after nearly all of the candy was snatched, decorated eggs warmed by the sun, and most of the crackers were infested with ants, we decided it was time to go for lunch. with basket in hand, we walked from the cemetery down the dirt road leading into the village to the house with the famous pear tree. i believe i mentioned this already, but this pear tree actually fed the entire village during ‘famine’. (and i say ‘famine’ since it was actually controlled killing by the soviets, from which around 10 million ukrainians died). so needless to say my host family’s 160 year old pear tree is very special.
we set up a table under the generous shade of the old pear tree, and as usual had way too much food on the table. everyone at the table seemed very concerned with the fact that i don’t eat meat and kindly kept presenting me with food, which funny enough was actually all meat…so i don’t think they really got it lol. shot glasses were passed around and filled to the brim with vodka and vino (wine) and several cheers to health were made. we took a tour of the land, which has always been in my host family’s family, and was pretty substantial. saw an outdoor shower and an outdoor toilet that made me realize my outdoor toilet could be much much worse. and then i realized that this really is village life. and i very well might (and foolishly hope) to be assigned somewhere like that (i know, foolish, but i really like a challenge). though when i told my host family that i hope to live in a small village and grow my own food, they said ‘kristen, it’s nice to see a village, but not to live in one’…which, in the middle of winter, with no electricity or running water, i might come to say they were right.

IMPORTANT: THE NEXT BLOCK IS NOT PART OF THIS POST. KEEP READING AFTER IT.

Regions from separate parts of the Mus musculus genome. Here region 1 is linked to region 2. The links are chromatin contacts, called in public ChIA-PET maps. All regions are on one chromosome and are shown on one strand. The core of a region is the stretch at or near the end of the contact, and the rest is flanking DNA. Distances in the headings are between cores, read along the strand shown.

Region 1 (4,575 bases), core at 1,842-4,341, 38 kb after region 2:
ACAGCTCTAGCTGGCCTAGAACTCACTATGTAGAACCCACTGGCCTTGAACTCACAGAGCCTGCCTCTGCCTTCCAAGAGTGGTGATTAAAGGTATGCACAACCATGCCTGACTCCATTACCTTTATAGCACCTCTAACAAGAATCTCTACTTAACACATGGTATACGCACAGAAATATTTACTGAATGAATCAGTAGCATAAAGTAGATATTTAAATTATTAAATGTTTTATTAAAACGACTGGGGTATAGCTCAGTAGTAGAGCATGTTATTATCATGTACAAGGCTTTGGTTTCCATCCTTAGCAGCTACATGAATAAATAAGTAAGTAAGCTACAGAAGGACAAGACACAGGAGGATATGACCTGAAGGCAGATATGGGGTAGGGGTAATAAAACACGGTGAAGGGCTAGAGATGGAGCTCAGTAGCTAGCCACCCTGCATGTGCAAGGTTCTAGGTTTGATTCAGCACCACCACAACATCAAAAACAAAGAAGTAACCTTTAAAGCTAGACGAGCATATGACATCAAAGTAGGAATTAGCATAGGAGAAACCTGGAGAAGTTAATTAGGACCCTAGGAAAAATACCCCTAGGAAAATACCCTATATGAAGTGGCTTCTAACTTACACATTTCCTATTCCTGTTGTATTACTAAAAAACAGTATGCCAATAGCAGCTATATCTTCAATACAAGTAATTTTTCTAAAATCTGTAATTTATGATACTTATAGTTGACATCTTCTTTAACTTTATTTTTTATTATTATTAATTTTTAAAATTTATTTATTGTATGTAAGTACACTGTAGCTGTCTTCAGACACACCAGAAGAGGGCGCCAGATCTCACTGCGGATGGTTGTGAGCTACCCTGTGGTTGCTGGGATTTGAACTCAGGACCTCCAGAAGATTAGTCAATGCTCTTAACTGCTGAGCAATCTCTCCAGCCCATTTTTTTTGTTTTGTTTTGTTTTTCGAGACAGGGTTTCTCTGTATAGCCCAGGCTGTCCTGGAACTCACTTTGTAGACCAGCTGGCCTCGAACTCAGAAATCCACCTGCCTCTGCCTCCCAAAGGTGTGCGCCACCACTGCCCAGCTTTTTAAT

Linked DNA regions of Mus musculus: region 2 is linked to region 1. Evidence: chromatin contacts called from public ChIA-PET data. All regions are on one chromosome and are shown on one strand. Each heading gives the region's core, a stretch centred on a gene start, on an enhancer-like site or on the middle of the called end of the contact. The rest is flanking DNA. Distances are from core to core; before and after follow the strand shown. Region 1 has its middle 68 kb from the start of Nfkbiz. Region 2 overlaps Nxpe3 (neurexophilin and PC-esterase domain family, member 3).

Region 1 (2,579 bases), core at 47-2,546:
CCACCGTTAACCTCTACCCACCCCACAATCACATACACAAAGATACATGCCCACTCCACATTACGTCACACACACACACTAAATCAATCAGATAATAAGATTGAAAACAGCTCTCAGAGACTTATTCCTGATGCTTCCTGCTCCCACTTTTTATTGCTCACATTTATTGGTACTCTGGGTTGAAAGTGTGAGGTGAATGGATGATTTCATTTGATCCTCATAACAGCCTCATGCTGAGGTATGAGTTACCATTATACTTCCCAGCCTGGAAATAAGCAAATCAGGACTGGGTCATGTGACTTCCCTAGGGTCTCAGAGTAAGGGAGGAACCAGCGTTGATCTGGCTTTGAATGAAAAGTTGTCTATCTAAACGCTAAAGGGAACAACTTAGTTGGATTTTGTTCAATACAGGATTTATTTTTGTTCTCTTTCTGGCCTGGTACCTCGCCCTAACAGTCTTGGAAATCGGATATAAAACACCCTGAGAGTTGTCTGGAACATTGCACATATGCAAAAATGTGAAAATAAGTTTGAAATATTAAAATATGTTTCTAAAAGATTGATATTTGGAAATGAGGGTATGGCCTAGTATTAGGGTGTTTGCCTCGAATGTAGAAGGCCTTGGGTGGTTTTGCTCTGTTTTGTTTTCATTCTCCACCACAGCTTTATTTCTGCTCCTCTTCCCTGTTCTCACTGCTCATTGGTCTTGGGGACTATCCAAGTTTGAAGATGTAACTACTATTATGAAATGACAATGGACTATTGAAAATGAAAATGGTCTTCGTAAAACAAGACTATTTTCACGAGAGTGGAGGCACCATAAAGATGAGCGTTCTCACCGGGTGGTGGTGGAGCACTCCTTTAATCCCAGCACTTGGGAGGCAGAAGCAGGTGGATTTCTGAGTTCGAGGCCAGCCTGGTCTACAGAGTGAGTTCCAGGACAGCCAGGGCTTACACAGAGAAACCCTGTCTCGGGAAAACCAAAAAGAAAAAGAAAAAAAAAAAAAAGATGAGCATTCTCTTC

in other news, my training group finally made it out of town and ventured to the big city of kyiv! we were all pretty stoked to go there for the first time. not only to see some sights, possibly mcdonalds, but most importantly get some much needed peace corps money from our bank (which isn’t in our town). though, of course, no peace corps business can go without a challenge. part of the task in kyiv included us all asking for directions in ukrainian to certain locations….which actually went fairly well, granted i cheated and read hand gestures too. we didn’t get to spend much time at all in kyiv. not even enough time to go to mcdonalds (waaawhaaa). but we did stop at the peace corps ukraine headquarters, posed with obama’s photo, ate some falafel (not very ukrainian of us), and saw some statues.
sadly, most of our time was spent frustratingly trying to find our bank (which apparently isn’t very popular). and a few hours later, when we did find it, its red neon light seemed to shine like the holy grail. inside i sucessfully withdrew my living allowance from a bank teller, using only ukrainian (woot!) and stashed my cash (over 2,000 hrivens) in my bra, which turned out to be a very safe place. kyiv really just felt like any other european city. big boulevards, very expensive cars, french colonial architecture…and for a moment i think we all forgot we were even in ukraine. (well minus the metro, which still feels stuck in the soviet era). but once we became sardined on the marchutka, and drove far away from fancy cars, restaurants, cafes, mcdonalds, mcflurrys and all things mc, we quickly came back to our little ukrainian town reality.